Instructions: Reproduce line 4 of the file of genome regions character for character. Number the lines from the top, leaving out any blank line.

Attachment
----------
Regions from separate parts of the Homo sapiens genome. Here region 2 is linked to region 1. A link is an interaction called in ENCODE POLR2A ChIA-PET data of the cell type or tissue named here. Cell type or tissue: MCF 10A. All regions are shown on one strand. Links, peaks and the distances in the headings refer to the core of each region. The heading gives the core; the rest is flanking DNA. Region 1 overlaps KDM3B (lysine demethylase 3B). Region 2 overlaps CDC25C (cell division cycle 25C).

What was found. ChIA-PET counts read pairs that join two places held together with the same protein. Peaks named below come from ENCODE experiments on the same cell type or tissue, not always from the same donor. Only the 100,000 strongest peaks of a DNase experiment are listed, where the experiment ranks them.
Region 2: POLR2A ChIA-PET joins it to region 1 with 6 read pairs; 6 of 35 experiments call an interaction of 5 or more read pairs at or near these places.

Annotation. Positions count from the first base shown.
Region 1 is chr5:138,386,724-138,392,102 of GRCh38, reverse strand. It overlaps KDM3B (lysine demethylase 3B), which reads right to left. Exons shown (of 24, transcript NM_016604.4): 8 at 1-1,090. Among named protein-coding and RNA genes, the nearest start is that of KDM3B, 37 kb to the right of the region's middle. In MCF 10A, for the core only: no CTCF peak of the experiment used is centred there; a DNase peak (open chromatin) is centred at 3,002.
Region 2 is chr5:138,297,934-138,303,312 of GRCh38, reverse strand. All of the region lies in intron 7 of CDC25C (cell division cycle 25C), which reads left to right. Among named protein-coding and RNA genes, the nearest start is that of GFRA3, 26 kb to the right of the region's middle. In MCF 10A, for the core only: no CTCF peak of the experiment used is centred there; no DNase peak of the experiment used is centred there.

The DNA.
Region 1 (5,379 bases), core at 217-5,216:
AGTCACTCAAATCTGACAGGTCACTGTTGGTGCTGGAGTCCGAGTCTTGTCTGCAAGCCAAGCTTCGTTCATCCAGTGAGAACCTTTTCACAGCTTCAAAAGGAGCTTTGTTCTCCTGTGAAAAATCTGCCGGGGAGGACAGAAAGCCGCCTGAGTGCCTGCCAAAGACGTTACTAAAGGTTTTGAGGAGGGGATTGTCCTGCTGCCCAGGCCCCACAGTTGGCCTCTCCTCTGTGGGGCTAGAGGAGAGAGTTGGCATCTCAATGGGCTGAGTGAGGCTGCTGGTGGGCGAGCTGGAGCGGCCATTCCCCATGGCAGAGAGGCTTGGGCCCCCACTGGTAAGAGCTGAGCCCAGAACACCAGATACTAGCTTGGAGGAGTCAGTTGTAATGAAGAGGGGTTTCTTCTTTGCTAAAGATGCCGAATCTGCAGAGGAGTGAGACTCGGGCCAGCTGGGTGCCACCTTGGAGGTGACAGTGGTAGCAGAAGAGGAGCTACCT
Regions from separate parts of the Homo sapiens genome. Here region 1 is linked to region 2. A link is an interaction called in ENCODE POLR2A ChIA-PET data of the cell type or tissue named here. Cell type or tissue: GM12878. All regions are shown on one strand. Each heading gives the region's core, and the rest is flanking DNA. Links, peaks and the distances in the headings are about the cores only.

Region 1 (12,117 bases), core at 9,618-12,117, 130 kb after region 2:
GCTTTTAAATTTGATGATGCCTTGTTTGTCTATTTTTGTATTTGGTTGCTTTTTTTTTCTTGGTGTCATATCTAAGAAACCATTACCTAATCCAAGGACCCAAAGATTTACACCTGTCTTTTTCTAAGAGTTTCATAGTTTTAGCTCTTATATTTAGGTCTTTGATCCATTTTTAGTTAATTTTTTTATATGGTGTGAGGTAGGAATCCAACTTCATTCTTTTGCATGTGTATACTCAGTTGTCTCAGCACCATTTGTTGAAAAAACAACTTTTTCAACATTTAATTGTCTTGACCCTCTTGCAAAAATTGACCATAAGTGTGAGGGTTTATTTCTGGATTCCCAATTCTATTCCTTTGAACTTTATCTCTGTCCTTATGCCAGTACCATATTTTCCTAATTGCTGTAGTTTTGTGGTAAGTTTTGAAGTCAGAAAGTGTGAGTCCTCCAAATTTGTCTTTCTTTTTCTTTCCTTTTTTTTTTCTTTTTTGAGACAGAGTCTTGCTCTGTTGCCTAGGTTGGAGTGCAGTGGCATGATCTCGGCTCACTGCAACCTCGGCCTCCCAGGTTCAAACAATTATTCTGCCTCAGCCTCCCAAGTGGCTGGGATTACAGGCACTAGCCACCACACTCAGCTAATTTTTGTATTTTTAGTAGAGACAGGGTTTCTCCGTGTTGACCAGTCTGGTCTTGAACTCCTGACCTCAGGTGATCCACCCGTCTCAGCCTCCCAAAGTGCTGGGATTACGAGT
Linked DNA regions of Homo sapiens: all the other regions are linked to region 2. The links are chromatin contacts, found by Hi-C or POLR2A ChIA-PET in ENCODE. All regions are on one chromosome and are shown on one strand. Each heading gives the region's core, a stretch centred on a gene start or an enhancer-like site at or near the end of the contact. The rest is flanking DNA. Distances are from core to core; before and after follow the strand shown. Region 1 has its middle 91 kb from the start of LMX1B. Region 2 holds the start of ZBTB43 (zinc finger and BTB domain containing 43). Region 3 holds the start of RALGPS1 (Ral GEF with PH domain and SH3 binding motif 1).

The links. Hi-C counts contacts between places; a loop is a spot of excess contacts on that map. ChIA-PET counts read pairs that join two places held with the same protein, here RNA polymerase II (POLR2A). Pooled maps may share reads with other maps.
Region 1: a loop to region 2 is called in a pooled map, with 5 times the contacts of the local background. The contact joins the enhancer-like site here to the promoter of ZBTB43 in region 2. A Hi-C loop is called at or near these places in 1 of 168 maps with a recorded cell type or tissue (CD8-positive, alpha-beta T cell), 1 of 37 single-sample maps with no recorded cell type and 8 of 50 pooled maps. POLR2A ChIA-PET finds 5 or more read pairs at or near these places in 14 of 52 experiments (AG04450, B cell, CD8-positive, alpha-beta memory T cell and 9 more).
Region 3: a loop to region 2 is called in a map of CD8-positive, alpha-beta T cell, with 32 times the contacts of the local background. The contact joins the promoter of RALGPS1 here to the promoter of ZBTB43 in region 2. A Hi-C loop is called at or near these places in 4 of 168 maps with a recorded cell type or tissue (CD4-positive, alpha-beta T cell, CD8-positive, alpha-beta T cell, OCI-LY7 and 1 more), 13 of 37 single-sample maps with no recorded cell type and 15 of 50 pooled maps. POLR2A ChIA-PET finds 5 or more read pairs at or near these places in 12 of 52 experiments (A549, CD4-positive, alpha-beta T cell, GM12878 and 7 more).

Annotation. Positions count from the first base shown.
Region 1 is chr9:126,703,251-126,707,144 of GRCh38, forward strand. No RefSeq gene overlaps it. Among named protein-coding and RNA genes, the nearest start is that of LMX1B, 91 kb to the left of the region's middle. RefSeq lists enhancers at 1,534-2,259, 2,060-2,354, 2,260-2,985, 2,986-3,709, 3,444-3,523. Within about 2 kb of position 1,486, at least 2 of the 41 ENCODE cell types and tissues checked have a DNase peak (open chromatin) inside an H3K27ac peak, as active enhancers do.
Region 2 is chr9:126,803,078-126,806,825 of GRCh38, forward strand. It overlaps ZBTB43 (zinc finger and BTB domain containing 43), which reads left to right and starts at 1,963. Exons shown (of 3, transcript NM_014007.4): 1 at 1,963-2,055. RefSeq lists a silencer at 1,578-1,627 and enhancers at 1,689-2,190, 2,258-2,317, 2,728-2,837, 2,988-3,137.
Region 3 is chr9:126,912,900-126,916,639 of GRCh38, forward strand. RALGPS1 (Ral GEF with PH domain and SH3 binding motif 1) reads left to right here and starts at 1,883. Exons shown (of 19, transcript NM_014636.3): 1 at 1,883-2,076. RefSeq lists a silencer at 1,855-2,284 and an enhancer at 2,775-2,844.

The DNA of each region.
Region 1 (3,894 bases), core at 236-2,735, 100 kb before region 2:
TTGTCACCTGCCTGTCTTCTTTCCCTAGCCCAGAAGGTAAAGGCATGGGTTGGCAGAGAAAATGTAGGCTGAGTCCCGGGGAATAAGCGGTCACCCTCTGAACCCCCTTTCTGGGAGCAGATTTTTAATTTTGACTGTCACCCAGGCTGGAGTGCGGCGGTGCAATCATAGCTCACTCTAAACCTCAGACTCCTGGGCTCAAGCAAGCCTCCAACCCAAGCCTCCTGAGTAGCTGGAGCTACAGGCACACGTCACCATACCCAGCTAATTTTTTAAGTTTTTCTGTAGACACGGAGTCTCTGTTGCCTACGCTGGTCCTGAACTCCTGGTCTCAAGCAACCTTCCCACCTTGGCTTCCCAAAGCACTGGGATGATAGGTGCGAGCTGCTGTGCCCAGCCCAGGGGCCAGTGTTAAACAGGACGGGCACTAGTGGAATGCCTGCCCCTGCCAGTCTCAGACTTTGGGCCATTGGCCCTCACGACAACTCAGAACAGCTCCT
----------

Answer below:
Annotation. Positions count from the first base shown.